After 11 days on strike, delegates of Chicago Teachers Union have suspended the Chicago teachers’ walkout and members are headed back to their classrooms.
A tentative agreement has been reached with Chicago Public Schools that appears to have secured a good deal for the workers on “bread and butter” issues, and victories on items the union had pressed for that would improve conditions for their students and for the community. A vote by the full membership is imminent.
Seventy-five-hundred education support workers in SEIU Local 73 struck along with CTU and accepted an agreement last Sunday. The wage increases range between 17 percent and 40 percent over five years, nearly doubled sick days for some staff and restrictions on the use of private contractors. In a show of solidarity, Local 73 continued to walk the picket lines along with their 25,000 teacher co-workers.
There were many other acts of solidarity with CTU during the strike. A fantastic video/music recognition of the progressive demands that the strike leaders made was posted on Facebook by musical legend Rebel Diaz.
Teamsters Local 705 Secretary-Treasurer Juan Campos announced that no Teamsters would cross the picket line. On Oct. 29, the Latino Caucus of the Chicago City Council publicly urged Mayor Lori Lightfoot to settle. Their support was important in majority Black and Brown Chicago, 47 percent of Chicago’s student population are Latinx.
At that point, CTU leadership said they were within $38 million of a settlement. The administration said the gap was actually $100 million. The difference is due to sleight of hand by the administration. When the new city budget was written in April, teacher pensions — some $60 million — were shifted to the separate budget of Chicago Public Schools. All other public workers’ pensions remained in the city’s budget. The shift was meant for leverage during the negotiations with CTU that the administration knew would happen later in 2019.
As the city administration cried poverty and deceived the public about the availability of the $38 million needed to settle the strike, CTU members rallied at Lincoln Yards – the site of a huge high-end apartment complex being built by developer Sterling Bay. The real estate corporation had been gifted more than $1 billion in taxpayers’ money by the city to incentivize the project.
The city’s intransigence finally crumbled. During what was described as a raucous meeting on Oct. 30, about 700 delegates in the CTU decided in a very close vote to bring the school district’s latest offer to the full membership. There was a great deal of pressure, the negotiations had been tough, and the non-elected Chicago school board was on the verge of cutting off health insurance.
The settlement seems a big improvement over the previous strike in 2012. It guarantees all members a 16 percent raise over the five-year life of the contract, while the CTU had initially asked for a 15 percent increase over 3 years. The city raised its offer for class size support to $35 million. Every school will have a nurse and a social worker by 2023. And 120 new “equity positions” will be added for highest need schools such as counselors, restorative justice coordinators, librarians and additional staffing in bilingual and special education.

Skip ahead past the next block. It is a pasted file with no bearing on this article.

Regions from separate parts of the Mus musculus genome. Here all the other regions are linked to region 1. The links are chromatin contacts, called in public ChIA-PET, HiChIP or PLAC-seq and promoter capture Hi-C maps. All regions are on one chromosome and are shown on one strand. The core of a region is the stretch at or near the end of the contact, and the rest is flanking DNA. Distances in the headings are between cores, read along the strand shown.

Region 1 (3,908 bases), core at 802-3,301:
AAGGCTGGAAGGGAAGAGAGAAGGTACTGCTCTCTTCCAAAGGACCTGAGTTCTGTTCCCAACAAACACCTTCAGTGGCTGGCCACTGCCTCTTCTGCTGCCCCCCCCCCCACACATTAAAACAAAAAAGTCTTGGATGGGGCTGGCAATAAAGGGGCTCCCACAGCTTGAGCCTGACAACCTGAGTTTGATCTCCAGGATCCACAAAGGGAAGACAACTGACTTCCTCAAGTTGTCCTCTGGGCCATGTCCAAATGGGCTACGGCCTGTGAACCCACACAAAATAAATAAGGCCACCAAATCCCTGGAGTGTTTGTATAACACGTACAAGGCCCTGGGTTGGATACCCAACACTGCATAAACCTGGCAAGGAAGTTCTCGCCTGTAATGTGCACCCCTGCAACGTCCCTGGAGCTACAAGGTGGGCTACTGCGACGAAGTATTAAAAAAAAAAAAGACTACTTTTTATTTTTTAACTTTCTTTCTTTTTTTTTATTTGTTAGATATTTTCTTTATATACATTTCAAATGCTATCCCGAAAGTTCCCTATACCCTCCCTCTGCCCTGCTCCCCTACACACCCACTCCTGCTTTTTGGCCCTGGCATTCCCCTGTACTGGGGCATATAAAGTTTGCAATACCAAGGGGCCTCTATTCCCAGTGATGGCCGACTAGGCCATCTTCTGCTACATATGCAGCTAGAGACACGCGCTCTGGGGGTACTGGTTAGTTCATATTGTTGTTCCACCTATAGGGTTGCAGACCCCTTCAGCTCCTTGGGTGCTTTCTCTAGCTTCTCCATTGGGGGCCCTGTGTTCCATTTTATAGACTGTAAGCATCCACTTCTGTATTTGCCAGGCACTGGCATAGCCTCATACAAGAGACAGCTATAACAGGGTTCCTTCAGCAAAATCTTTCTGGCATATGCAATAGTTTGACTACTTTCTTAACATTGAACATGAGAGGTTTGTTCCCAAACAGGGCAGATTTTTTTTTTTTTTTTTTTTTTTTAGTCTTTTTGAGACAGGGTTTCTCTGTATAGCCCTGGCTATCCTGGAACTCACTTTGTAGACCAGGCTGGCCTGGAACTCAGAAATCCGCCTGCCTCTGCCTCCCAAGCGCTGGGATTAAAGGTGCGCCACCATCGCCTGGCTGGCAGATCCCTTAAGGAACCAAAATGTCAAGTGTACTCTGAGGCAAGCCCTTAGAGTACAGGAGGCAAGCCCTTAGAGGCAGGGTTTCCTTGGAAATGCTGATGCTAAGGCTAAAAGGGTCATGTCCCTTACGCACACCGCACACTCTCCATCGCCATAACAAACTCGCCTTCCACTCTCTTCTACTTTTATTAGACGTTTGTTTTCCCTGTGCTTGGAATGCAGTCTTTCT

School strikes in 2018
In 2018, teachers and other education workers in five different states carried out a series of strikes that showed people across the country the real conditions for teachers. Suddenly people could see the reality of underpaid teachers that used their own money for school supplies, who had to teach oversized classes with not enough books, in crumbling buildings, with no medical staff, no librarians, and no counselors.
Through the strikes the lies that had been propagated by anti-union forces for decades were exposed. It became clear that teachers are as concerned about their students as they are about their own livelihoods. Each strike included demands that promoted the well-being of their students and their communities. For example, in the leadup to the third teachers strike of 2018 in Arizona, when teachers were offered a 20 percent pay raise, they turned it down because it was at the expense of social service programs in the state budget. This was an example of a revived awareness on the part of union leaders of how important the natural alliance between community and unions is.
This trend mushroomed when the educators’ strike wave hit the diverse cities of Los Angeles in January 2019 and then Chicago in November – the second and third largest school districts in the country respectively. In both struggles union leadership raised and won at least partial victories on the issue of sanctuary for the thousands of undocumented students. They attacked the notion of public schools being patrolled by armed police who frequently arrest children. They demanded less of the testing that has been weaponized against students of color.
At the beginning of the Chicago strike they even demanded from the city more money for low income housing. In an article on educationdive.com, United Teachers Los Angeles President Alex Caputo-Pearl referred to the approach in both strikes as “bargaining for the common good.”
“The current Chicago strike,” Caputo-Pearl says, “is a powerful continuation of this movement, transforming education and the labor movement, fighting for common sense demands like more nurses, counselors and social workers, fighting for those against Republicans and Democrats.”
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